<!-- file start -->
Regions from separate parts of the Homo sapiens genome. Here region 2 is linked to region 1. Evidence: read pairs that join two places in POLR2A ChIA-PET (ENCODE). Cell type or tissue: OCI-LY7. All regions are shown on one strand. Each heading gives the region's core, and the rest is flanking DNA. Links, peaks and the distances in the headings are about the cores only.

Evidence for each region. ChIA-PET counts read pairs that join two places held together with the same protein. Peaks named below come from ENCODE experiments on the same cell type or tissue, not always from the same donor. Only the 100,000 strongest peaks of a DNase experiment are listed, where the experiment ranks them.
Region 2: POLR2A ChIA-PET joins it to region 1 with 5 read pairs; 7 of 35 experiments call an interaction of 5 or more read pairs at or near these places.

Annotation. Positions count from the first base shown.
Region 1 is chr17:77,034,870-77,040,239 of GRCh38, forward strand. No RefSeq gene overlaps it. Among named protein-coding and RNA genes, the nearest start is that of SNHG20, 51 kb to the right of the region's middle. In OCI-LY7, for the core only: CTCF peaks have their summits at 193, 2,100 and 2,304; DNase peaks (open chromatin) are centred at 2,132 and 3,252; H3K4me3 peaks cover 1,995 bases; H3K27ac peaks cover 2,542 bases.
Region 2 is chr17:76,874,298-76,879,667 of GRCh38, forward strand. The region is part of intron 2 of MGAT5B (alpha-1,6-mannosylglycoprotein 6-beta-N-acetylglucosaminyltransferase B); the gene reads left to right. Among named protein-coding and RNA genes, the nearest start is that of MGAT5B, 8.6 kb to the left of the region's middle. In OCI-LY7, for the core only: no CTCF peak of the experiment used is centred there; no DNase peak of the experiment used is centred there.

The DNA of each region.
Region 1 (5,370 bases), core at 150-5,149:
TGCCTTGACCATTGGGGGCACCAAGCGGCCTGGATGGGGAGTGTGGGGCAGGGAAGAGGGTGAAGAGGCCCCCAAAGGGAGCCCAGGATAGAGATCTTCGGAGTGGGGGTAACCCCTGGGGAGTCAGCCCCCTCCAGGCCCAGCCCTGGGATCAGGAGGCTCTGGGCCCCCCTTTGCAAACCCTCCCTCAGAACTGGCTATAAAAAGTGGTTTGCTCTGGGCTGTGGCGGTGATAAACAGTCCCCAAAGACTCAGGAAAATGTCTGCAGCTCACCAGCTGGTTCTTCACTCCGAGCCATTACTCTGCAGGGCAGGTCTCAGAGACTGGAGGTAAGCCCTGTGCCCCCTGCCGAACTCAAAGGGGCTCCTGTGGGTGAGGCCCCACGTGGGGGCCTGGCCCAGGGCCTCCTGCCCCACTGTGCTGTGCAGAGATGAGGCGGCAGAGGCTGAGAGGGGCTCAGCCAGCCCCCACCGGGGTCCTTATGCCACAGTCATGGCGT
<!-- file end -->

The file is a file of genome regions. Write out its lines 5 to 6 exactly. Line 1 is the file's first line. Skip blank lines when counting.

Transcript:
Region 1 is chr17:77,034,870-77,040,239 of GRCh38, forward strand. No RefSeq gene overlaps it. Among named protein-coding and RNA genes, the nearest start is that of SNHG20, 51 kb to the right of the region's middle. In OCI-LY7, for the core only: CTCF peaks have their summits at 193, 2,100 and 2,304; DNase peaks (open chromatin) are centred at 2,132 and 3,252; H3K4me3 peaks cover 1,995 bases; H3K27ac peaks cover 2,542 bases.
Region 2 is chr17:76,874,298-76,879,667 of GRCh38, forward strand. The region is part of intron 2 of MGAT5B (alpha-1,6-mannosylglycoprotein 6-beta-N-acetylglucosaminyltransferase B); the gene reads left to right. Among named protein-coding and RNA genes, the nearest start is that of MGAT5B, 8.6 kb to the left of the region's middle. In OCI-LY7, for the core only: no CTCF peak of the experiment used is centred there; no DNase peak of the experiment used is centred there.